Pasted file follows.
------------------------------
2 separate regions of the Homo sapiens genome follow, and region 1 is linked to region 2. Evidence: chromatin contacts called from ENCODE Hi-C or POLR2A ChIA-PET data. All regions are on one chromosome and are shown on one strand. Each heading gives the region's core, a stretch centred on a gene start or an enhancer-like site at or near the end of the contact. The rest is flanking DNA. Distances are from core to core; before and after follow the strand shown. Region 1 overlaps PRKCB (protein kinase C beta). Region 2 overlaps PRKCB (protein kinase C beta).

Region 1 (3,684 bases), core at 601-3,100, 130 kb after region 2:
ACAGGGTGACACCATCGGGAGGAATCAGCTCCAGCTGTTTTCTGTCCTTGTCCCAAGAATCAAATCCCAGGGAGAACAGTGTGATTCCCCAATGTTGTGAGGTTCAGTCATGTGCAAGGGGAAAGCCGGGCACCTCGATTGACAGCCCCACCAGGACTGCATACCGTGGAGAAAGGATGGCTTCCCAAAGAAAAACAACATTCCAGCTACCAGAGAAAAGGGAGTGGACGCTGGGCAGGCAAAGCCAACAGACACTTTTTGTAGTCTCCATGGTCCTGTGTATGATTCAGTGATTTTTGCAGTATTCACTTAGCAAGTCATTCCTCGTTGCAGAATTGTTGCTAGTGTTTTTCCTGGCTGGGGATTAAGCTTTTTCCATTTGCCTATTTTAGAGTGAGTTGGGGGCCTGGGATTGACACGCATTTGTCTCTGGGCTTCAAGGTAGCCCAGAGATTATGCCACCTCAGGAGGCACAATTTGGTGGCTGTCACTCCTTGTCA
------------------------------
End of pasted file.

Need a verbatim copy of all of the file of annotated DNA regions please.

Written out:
2 separate regions of the Homo sapiens genome follow, and region 1 is linked to region 2. Evidence: chromatin contacts called from ENCODE Hi-C or POLR2A ChIA-PET data. All regions are on one chromosome and are shown on one strand. Each heading gives the region's core, a stretch centred on a gene start or an enhancer-like site at or near the end of the contact. The rest is flanking DNA. Distances are from core to core; before and after follow the strand shown. Region 1 overlaps PRKCB (protein kinase C beta). Region 2 overlaps PRKCB (protein kinase C beta).

Region 1 (3,684 bases), core at 601-3,100, 130 kb after region 2:
ACAGGGTGACACCATCGGGAGGAATCAGCTCCAGCTGTTTTCTGTCCTTGTCCCAAGAATCAAATCCCAGGGAGAACAGTGTGATTCCCCAATGTTGTGAGGTTCAGTCATGTGCAAGGGGAAAGCCGGGCACCTCGATTGACAGCCCCACCAGGACTGCATACCGTGGAGAAAGGATGGCTTCCCAAAGAAAAACAACATTCCAGCTACCAGAGAAAAGGGAGTGGACGCTGGGCAGGCAAAGCCAACAGACACTTTTTGTAGTCTCCATGGTCCTGTGTATGATTCAGTGATTTTTGCAGTATTCACTTAGCAAGTCATTCCTCGTTGCAGAATTGTTGCTAGTGTTTTTCCTGGCTGGGGATTAAGCTTTTTCCATTTGCCTATTTTAGAGTGAGTTGGGGGCCTGGGATTGACACGCATTTGTCTCTGGGCTTCAAGGTAGCCCAGAGATTATGCCACCTCAGGAGGCACAATTTGGTGGCTGTCACTCCTTGTCA